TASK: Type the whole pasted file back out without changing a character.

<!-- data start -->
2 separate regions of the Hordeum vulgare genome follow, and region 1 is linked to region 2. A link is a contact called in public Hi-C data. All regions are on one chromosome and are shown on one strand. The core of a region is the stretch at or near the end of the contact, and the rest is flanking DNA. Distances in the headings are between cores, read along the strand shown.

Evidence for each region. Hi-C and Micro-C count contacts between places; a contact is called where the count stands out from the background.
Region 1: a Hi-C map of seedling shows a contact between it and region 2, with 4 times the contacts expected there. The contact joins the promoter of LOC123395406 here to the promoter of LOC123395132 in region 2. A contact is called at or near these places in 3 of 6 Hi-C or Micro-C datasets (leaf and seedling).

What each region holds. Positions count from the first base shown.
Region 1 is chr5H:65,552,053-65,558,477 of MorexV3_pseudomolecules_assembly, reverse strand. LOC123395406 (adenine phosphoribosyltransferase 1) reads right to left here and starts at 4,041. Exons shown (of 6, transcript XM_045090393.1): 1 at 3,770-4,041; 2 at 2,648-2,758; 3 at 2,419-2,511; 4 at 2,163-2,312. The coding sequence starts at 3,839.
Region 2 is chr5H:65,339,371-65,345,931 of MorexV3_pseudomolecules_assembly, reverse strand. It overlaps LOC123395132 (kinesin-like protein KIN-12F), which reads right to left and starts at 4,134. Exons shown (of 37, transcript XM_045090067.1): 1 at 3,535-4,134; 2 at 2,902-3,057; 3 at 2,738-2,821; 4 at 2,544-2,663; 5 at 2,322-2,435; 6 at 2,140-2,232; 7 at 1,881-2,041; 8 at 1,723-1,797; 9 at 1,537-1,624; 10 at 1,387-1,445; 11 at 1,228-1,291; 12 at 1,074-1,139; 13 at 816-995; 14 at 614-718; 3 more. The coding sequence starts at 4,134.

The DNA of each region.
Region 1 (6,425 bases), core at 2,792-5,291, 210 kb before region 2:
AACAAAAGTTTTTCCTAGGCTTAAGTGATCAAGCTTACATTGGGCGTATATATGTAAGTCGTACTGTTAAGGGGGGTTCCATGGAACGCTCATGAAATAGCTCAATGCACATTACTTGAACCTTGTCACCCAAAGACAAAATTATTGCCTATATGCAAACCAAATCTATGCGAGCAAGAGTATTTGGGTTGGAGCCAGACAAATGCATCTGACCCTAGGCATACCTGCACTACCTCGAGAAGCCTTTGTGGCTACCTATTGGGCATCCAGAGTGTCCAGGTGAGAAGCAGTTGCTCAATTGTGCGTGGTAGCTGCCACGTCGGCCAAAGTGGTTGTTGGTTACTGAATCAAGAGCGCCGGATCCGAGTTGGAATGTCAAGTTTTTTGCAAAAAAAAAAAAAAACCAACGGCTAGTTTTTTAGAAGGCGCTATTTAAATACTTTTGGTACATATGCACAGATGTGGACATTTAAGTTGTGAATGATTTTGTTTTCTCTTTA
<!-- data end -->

2 separate regions of the Hordeum vulgare genome follow, and region 1 is linked to region 2. A link is a contact called in public Hi-C data. All regions are on one chromosome and are shown on one strand. The core of a region is the stretch at or near the end of the contact, and the rest is flanking DNA. Distances in the headings are between cores, read along the strand shown.

Evidence for each region. Hi-C and Micro-C count contacts between places; a contact is called where the count stands out from the background.
Region 1: a Hi-C map of seedling shows a contact between it and region 2, with 4 times the contacts expected there. The contact joins the promoter of LOC123395406 here to the promoter of LOC123395132 in region 2. A contact is called at or near these places in 3 of 6 Hi-C or Micro-C datasets (leaf and seedling).

What each region holds. Positions count from the first base shown.
Region 1 is chr5H:65,552,053-65,558,477 of MorexV3_pseudomolecules_assembly, reverse strand. LOC123395406 (adenine phosphoribosyltransferase 1) reads right to left here and starts at 4,041. Exons shown (of 6, transcript XM_045090393.1): 1 at 3,770-4,041; 2 at 2,648-2,758; 3 at 2,419-2,511; 4 at 2,163-2,312. The coding sequence starts at 3,839.
Region 2 is chr5H:65,339,371-65,345,931 of MorexV3_pseudomolecules_assembly, reverse strand. It overlaps LOC123395132 (kinesin-like protein KIN-12F), which reads right to left and starts at 4,134. Exons shown (of 37, transcript XM_045090067.1): 1 at 3,535-4,134; 2 at 2,902-3,057; 3 at 2,738-2,821; 4 at 2,544-2,663; 5 at 2,322-2,435; 6 at 2,140-2,232; 7 at 1,881-2,041; 8 at 1,723-1,797; 9 at 1,537-1,624; 10 at 1,387-1,445; 11 at 1,228-1,291; 12 at 1,074-1,139; 13 at 816-995; 14 at 614-718; 3 more. The coding sequence starts at 4,134.

The DNA of each region.
Region 1 (6,425 bases), core at 2,792-5,291, 210 kb before region 2:
AACAAAAGTTTTTCCTAGGCTTAAGTGATCAAGCTTACATTGGGCGTATATATGTAAGTCGTACTGTTAAGGGGGGTTCCATGGAACGCTCATGAAATAGCTCAATGCACATTACTTGAACCTTGTCACCCAAAGACAAAATTATTGCCTATATGCAAACCAAATCTATGCGAGCAAGAGTATTTGGGTTGGAGCCAGACAAATGCATCTGACCCTAGGCATACCTGCACTACCTCGAGAAGCCTTTGTGGCTACCTATTGGGCATCCAGAGTGTCCAGGTGAGAAGCAGTTGCTCAATTGTGCGTGGTAGCTGCCACGTCGGCCAAAGTGGTTGTTGGTTACTGAATCAAGAGCGCCGGATCCGAGTTGGAATGTCAAGTTTTTTGCAAAAAAAAAAAAAAACCAACGGCTAGTTTTTTAGAAGGCGCTATTTAAATACTTTTGGTACATATGCACAGATGTGGACATTTAAGTTGTGAATGATTTTGTTTTCTCTTTA